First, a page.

Antibacterial substance in toothpaste
You know, an antibacterial substance in toothpaste may fight against a severe lung disease cystic fibrosis (CF). CF is a hereditary disease, nearly one in each 2,500 to 3,500 people diagnosed at an early age. It brings thick mucus in the lungs, which turns into a magnet for microorganisms.
According to researchers from Michigan state university, triclosan, a substance that reduces bacteria growing, combined with an antibiotic tobramycin, it kills the cells that protect the CF bacteria, known as Pseudomonas aeruginosa, by up to 99.9 percent.
Chris Waters, lead author of the study, said, this bacterium protected by a biofilm that allows the disease to develop even when treated with antibiotics. However, we are approaching the findings to kill these biofilms.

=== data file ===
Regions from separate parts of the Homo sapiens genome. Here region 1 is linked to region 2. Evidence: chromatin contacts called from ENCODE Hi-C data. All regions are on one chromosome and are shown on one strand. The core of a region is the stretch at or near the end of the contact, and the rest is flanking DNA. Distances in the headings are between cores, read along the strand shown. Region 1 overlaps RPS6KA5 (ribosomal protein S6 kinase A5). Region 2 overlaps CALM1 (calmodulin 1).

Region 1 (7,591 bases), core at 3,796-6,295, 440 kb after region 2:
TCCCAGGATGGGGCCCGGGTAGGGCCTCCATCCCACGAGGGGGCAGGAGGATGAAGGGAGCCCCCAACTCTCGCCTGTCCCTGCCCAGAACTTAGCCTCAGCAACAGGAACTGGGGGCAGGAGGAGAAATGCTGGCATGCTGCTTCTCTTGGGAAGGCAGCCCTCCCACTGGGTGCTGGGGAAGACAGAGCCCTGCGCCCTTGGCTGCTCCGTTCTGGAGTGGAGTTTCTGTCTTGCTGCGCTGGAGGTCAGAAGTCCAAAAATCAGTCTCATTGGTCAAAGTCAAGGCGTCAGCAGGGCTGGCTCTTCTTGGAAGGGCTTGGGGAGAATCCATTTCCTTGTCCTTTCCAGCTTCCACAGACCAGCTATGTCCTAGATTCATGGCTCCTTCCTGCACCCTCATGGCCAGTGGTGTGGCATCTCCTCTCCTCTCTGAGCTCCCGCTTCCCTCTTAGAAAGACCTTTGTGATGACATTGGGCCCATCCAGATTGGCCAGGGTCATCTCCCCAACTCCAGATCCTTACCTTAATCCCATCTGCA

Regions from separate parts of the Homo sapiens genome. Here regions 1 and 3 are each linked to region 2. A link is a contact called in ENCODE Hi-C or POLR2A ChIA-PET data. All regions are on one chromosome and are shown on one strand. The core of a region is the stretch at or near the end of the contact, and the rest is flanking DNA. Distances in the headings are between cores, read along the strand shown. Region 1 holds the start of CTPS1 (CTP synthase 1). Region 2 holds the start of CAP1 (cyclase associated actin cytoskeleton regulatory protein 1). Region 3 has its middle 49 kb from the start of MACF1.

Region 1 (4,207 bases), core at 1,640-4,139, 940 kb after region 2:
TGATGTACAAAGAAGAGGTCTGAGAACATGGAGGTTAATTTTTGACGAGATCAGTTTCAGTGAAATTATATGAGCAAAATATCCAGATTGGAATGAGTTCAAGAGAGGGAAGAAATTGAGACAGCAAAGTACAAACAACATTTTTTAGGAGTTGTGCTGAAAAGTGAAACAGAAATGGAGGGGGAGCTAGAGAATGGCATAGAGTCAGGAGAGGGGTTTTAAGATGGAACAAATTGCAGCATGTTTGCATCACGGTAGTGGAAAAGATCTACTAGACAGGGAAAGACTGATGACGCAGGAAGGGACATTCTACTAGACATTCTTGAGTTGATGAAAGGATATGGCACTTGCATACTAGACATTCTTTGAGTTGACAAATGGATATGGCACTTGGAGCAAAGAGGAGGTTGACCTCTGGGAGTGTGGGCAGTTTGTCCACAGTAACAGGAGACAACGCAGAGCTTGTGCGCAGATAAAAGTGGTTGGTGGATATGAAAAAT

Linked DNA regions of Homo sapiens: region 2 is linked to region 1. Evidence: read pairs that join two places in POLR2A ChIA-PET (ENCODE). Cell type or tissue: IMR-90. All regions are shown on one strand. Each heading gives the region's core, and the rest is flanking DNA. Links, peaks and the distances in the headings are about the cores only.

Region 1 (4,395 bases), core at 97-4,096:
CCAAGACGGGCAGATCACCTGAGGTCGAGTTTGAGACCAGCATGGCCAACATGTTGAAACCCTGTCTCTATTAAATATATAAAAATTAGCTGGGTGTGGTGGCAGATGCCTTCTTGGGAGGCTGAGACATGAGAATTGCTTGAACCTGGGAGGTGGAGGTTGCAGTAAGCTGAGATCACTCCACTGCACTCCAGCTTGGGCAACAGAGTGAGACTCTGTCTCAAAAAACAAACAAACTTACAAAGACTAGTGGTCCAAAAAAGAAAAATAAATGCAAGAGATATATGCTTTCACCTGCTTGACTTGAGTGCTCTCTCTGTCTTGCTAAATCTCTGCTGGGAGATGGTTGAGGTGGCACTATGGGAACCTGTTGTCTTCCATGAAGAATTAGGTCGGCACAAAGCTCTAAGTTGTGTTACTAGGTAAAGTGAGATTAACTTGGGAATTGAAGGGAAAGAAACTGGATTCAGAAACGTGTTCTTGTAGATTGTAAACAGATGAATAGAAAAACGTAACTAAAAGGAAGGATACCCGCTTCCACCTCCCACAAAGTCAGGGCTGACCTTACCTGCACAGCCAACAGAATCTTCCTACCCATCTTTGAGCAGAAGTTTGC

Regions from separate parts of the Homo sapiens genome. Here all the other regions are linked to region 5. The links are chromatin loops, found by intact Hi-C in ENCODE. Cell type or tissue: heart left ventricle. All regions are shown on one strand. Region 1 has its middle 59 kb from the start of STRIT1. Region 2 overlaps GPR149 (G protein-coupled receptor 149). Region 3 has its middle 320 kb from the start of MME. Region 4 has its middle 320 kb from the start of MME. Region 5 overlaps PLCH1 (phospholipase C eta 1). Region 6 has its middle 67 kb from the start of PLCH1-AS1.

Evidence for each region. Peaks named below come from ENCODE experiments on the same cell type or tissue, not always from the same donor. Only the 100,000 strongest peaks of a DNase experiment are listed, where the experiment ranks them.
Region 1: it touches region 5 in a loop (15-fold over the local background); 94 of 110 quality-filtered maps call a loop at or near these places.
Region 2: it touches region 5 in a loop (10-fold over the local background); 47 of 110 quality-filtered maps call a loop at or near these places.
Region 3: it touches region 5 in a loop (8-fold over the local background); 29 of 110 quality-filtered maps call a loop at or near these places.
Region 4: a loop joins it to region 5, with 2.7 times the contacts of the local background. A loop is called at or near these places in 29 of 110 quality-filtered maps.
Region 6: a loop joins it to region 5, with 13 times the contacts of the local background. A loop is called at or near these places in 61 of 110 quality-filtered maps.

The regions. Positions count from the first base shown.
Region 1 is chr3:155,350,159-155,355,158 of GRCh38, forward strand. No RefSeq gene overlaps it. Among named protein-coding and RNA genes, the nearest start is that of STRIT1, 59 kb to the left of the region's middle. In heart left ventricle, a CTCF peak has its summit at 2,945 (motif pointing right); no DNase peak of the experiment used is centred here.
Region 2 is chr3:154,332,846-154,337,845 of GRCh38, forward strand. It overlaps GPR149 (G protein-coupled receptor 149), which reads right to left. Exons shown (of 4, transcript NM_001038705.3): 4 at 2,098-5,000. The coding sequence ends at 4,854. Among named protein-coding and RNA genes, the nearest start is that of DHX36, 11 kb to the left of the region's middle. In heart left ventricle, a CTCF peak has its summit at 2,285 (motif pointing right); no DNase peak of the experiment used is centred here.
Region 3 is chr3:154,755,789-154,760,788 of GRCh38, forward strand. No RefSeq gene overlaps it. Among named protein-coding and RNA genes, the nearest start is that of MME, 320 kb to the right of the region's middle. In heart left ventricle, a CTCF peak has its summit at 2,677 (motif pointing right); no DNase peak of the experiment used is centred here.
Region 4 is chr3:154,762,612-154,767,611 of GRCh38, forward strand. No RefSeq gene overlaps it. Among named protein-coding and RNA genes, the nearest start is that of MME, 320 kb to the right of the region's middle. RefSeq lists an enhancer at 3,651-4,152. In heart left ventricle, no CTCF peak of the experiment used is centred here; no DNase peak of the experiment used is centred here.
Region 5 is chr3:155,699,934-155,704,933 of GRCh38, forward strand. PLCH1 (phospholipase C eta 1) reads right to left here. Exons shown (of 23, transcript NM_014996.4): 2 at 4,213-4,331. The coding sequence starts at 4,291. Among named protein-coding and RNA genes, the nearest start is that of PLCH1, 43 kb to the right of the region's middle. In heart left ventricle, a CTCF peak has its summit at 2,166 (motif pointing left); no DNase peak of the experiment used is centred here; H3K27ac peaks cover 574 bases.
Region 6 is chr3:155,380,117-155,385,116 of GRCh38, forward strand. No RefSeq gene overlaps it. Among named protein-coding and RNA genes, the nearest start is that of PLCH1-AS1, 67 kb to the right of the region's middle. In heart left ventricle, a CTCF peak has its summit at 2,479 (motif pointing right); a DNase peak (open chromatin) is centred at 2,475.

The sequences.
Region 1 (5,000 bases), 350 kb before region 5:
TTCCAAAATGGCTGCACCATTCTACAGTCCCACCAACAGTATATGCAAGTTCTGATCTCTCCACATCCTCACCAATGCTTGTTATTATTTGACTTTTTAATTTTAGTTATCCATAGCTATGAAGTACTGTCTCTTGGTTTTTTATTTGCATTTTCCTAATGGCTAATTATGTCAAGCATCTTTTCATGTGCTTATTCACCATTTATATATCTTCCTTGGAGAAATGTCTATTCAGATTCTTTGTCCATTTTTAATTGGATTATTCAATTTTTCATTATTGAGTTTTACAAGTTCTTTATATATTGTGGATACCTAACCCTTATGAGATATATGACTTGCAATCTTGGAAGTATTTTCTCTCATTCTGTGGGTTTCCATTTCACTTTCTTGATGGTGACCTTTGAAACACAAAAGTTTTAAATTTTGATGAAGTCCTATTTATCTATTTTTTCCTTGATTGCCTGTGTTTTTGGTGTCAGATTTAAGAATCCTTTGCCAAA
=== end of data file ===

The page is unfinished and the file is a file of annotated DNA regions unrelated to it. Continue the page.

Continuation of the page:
Biofilms in petri dishes
In investigation, researchers cultivate 6000 biofilms in petri dishes, included tobramycin along with other different compounds, to perceive what worked better at killing the bacteria. In results, 25 potential compounds are effective, but one stood out.
Researchers said, we found triclosan was the one that worked without come up short. Due to its antibacterial properties, triclosan has used in soaps and other commercial products.
Recently, the FDA ruled to constrain its use in soaps due to insufficient data on its increased effectiveness. In medical care, its use in toothpaste is safe and highly effective in fighting gingivitis, and it still approved for use.
Constraining its use is the proper activity. The key is to avoid creating resistance to a substance so when it’s found in various items, the chances of that happening increase.
Currently, Tobramycin, the most widely used treatment for CF, but it typically doesn’t clear the lung infection. Researchers said, these findings give doctors another potential option and allows them to use significantly less of the tobramycin in treatment, potentially reducing its use by 100 times.